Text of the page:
Kathy Read sleeps with a CPAP mask, designed to help her breathing correctly through the night. She has two metal knees, and walks with a cane.
But most importantly, she’s a cancer survivor. Read has been in remission for five years, after treatment for non-hodgkin’s lymphoma that was diagnosed in January 2005.
And now, she’s fighting the installation of a smart meter on her home.
“I don’t want it because of the fact that I’m a cancer survivor,” she said. “I had non-hodgkin’s lymphoma, and it can come back.”
So, with the help of a relative, she’s been pouring over research regarding the emissions from the meters, currently being installed in homes across the province. And what she’s finding, is that all smart meters can lead to further health problems.
In April this year, she says, the World Health Organization linked the radiation emitted from smart meters to cancer, and placed it in the same category as lead, pesticides, chloroform and engine exhaust. She’s also read numerous stories about people suffering negative health effects from having the meters attached to their homes.
So, she’s posted signs around her meter warning B.C. Hydro and Corix staff that they are not to swap out her old meter for a new one.
One reads: “Do not install any wireless meters at this location.”
Another one reads: “My legal right: No Smart Meter here!”
But not everyone believes the hype. When speaking at October’s UBCM conference, Premier Christy Clark said the much-talked-about health concerns don’t faze her.
“I’ve spent quite a bit of time talking with the experts about it,” Clark said. “I don’t share those health concerns, because when we’re surrounded by wireless and cell phones, there are a lot of other sources of the problem that they’re concerned about.”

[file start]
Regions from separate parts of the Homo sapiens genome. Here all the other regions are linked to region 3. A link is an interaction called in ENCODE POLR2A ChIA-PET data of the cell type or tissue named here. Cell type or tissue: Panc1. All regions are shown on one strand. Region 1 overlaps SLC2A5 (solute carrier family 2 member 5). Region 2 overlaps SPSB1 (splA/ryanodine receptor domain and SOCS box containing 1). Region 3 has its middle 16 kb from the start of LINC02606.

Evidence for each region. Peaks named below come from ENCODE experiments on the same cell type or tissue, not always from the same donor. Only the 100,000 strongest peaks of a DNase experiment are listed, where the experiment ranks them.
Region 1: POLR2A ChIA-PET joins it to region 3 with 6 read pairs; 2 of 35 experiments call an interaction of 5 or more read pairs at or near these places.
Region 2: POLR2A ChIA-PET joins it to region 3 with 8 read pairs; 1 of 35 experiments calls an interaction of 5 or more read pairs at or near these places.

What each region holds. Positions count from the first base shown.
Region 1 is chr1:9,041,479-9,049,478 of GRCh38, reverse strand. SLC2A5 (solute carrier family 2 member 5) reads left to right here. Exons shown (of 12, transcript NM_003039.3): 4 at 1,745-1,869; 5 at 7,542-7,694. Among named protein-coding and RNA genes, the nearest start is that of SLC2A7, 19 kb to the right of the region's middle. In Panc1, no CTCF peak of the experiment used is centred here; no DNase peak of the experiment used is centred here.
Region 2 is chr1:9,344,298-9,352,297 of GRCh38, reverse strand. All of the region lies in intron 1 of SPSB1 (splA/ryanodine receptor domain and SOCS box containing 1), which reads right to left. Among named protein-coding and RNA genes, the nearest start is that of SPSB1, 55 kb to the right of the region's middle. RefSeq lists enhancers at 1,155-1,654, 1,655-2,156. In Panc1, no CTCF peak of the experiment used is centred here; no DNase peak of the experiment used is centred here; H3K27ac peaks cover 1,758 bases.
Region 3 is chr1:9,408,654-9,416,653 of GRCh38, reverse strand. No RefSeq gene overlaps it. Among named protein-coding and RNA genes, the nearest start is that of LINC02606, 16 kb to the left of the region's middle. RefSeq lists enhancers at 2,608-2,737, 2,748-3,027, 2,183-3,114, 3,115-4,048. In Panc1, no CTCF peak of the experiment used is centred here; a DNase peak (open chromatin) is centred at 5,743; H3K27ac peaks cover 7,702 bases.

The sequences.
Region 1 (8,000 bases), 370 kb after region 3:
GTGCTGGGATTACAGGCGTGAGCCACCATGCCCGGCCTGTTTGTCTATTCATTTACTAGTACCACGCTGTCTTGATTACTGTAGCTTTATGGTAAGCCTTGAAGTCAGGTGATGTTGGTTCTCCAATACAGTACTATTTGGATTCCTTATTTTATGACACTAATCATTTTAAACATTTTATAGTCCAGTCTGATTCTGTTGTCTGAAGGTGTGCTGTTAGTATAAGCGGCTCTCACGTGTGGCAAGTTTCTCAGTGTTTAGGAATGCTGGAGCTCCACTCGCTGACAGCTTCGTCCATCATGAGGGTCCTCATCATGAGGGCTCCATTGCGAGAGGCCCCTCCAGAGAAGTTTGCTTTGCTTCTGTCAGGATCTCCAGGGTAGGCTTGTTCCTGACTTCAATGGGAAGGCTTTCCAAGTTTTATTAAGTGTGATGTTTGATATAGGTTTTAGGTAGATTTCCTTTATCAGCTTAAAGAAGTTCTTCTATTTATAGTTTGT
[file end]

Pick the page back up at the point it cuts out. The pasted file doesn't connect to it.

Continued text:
BC Hydro is working with those who don’t want the meters attached to their homes. But eventually, everyone on the grid will need one to keep their power on.
“The meters are a necessary upgrade,” Cindy Verschoor, manager of public affairs for the Smart Meter Program, said this week. “There is a point when the old meters won’t work on the new system.”
It isn’t just your house meter that is getting an upgrade, it’s the entire network.
“We have a very large complex system behind that switch on your wall,” Verschoor said.
And it’s a system that people shouldn’t be afraid of.
“Smart meters are safe,” she assured. “They use radio frequency that has been used for over a century.”
In today’s wired world, similar frequencies are given off by televisions, radios, GPS systems and even remote controls.
“If you went outside your house and stood next to your meter for 20 years, you would get the same amount of frequency as a 30 minute cell phone call,” she said.
Most of BC Hydro’s customers are accepting the change, she said, at a rate of about 99 per cent.
But, for those who don’t want to be living so close the meter, there is a compromise.
“You can locate the meter anywhere on your property,” she said, at a distance from your home.
Of course, that’s not a job for the average handy-man, and is “something that would need to be done by a certified electrician, at a cost to the homeowner.”
For now, the signs at the Read home will stay up, and Verschoor said that employees will heed them.
“When we are contacted by a customer who isn’t comfortable with the meters, we do hold off installing until they are comfortable with it,” she added.
Anyone with questions can contact BC Hydro directly at 1-800-224-9376.
-with files from Tom Fletcher